An inspiring immigrant story

June 15, 2011

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Rep. Anthony Weiner, D-N.Y., and his wife, Huma Abedin, an aide to Secretary of State Hillary Rodham Clinton, are pictured after a ceremonial swearing in of the 112th Congress on Capitol Hill in Washington in this photo taken Jan. 5, 2011. – AP Photo

As the Republican and Democratic parties condemn New York Congressman Anthony Weiner’s reluctant admission of bad conduct, the world is left to reflect over his brilliant and powerful wife Huma Abedin.

Abedin’s life is an inspiring story where a Muslim girl manages to reach the top. Saleha Mahmood Abedin, Huma’s mother, a Pakistani was born in 1940 in pre-partition India and is a renowned and respected Islamic scholar with a PhD in sociology from the University of Pennsylvania. Late Zainul Abedin was born in 1928 India and also earned his PhD in American Civilisation from the University of Pennsylvania in the 70s.

Born in 1976 in the US, Abedin is fluent in Arabic and a constant in Hillary Clinton’s center of power. She started working as an intern in 1996 and succeeded to the rank of Clinton’s deputy chief of staff. This may be her official title, but personally Abedin is much closer to Clinton. “I have one daughter. But if I had a second daughter, it would be Huma,” Clinton said at the Abedin Weiner pre-wedding party in 2010.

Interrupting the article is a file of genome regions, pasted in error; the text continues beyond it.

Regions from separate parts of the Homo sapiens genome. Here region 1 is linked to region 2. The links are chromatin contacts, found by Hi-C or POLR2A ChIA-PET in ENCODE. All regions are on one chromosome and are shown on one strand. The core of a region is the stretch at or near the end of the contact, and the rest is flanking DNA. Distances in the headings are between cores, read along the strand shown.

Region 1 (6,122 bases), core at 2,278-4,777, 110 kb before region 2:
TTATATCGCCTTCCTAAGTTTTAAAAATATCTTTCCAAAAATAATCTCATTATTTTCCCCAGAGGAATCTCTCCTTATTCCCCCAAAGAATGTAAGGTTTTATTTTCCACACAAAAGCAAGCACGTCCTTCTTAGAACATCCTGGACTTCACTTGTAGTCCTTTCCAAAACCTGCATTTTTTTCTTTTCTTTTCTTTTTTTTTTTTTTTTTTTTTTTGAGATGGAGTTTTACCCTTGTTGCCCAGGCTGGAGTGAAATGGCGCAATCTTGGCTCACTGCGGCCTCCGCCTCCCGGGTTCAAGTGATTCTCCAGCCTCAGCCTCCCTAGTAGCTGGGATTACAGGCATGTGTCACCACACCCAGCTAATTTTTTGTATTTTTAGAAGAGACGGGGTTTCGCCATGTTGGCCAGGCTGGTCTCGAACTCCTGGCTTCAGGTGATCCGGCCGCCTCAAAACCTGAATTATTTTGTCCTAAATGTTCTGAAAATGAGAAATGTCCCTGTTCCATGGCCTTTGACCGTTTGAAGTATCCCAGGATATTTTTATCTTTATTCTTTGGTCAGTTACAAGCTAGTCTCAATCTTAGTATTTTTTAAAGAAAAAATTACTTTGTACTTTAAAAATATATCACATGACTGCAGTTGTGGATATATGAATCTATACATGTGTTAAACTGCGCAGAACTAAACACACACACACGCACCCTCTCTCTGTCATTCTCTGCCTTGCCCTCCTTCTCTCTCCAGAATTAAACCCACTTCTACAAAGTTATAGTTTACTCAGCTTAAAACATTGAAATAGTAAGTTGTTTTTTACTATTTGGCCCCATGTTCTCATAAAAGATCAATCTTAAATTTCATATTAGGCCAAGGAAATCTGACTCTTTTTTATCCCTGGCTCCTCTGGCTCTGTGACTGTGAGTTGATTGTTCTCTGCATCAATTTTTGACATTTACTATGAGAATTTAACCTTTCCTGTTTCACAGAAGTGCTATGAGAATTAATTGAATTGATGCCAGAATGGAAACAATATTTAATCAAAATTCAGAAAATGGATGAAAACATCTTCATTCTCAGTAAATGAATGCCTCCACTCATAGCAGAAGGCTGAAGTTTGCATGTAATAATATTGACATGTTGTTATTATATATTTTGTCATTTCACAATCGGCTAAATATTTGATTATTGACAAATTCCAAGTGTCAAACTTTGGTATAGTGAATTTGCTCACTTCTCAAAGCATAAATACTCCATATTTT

Vogue did a spread on Abedin in 2007 in which Clinton said, “Abedin has the energy of a woman in her 20s, the confidence of a woman in her 30s, the experience of a woman in her 40s, and the grace of a woman in her 50s. She is timeless, her combination of poise, kindness, and intelligence are matchless.”

A Trailblazer

There is conjecture and guessing games. Will Abedin stay or will she go? Many feel that Abedin’s personal and political paths are either deliberate or fated but one thing is certain, her story is inspiring, conveying a vision of freedom and strength to immigrant Muslim girls.